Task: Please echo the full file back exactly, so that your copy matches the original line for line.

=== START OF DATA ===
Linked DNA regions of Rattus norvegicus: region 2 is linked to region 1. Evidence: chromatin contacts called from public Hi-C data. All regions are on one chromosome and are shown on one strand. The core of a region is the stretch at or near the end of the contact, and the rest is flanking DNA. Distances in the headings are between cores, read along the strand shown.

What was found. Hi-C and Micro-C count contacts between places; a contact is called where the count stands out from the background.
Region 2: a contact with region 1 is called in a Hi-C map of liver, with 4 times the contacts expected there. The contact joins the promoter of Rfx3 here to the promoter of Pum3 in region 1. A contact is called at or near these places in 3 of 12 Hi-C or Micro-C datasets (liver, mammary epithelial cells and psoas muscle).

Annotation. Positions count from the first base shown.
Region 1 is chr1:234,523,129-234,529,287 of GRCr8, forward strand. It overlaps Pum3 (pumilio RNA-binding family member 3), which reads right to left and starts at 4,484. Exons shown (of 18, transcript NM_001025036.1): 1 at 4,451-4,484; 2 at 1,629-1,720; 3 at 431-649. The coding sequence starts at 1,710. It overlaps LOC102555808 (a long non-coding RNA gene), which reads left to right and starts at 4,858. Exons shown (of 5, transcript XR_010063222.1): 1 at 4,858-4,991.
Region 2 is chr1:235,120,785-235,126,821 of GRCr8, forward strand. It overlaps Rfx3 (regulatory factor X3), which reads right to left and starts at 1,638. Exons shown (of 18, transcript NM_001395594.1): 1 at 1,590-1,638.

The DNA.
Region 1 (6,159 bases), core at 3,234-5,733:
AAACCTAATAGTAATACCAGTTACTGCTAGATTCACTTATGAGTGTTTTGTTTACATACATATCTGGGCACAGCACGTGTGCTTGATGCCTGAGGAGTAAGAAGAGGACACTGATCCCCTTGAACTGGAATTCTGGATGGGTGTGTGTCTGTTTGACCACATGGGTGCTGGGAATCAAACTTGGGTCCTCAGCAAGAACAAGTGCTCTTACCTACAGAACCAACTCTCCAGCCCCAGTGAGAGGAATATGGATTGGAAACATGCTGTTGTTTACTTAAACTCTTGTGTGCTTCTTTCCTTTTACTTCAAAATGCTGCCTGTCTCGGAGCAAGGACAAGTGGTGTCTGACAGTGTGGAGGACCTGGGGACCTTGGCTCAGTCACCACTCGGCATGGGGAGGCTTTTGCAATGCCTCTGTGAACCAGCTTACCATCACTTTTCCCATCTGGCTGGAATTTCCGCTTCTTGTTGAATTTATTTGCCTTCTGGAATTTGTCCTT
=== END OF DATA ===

Linked DNA regions of Rattus norvegicus: region 2 is linked to region 1. Evidence: chromatin contacts called from public Hi-C data. All regions are on one chromosome and are shown on one strand. The core of a region is the stretch at or near the end of the contact, and the rest is flanking DNA. Distances in the headings are between cores, read along the strand shown.

What was found. Hi-C and Micro-C count contacts between places; a contact is called where the count stands out from the background.
Region 2: a contact with region 1 is called in a Hi-C map of liver, with 4 times the contacts expected there. The contact joins the promoter of Rfx3 here to the promoter of Pum3 in region 1. A contact is called at or near these places in 3 of 12 Hi-C or Micro-C datasets (liver, mammary epithelial cells and psoas muscle).

Annotation. Positions count from the first base shown.
Region 1 is chr1:234,523,129-234,529,287 of GRCr8, forward strand. It overlaps Pum3 (pumilio RNA-binding family member 3), which reads right to left and starts at 4,484. Exons shown (of 18, transcript NM_001025036.1): 1 at 4,451-4,484; 2 at 1,629-1,720; 3 at 431-649. The coding sequence starts at 1,710. It overlaps LOC102555808 (a long non-coding RNA gene), which reads left to right and starts at 4,858. Exons shown (of 5, transcript XR_010063222.1): 1 at 4,858-4,991.
Region 2 is chr1:235,120,785-235,126,821 of GRCr8, forward strand. It overlaps Rfx3 (regulatory factor X3), which reads right to left and starts at 1,638. Exons shown (of 18, transcript NM_001395594.1): 1 at 1,590-1,638.

The DNA.
Region 1 (6,159 bases), core at 3,234-5,733:
AAACCTAATAGTAATACCAGTTACTGCTAGATTCACTTATGAGTGTTTTGTTTACATACATATCTGGGCACAGCACGTGTGCTTGATGCCTGAGGAGTAAGAAGAGGACACTGATCCCCTTGAACTGGAATTCTGGATGGGTGTGTGTCTGTTTGACCACATGGGTGCTGGGAATCAAACTTGGGTCCTCAGCAAGAACAAGTGCTCTTACCTACAGAACCAACTCTCCAGCCCCAGTGAGAGGAATATGGATTGGAAACATGCTGTTGTTTACTTAAACTCTTGTGTGCTTCTTTCCTTTTACTTCAAAATGCTGCCTGTCTCGGAGCAAGGACAAGTGGTGTCTGACAGTGTGGAGGACCTGGGGACCTTGGCTCAGTCACCACTCGGCATGGGGAGGCTTTTGCAATGCCTCTGTGAACCAGCTTACCATCACTTTTCCCATCTGGCTGGAATTTCCGCTTCTTGTTGAATTTATTTGCCTTCTGGAATTTGTCCTT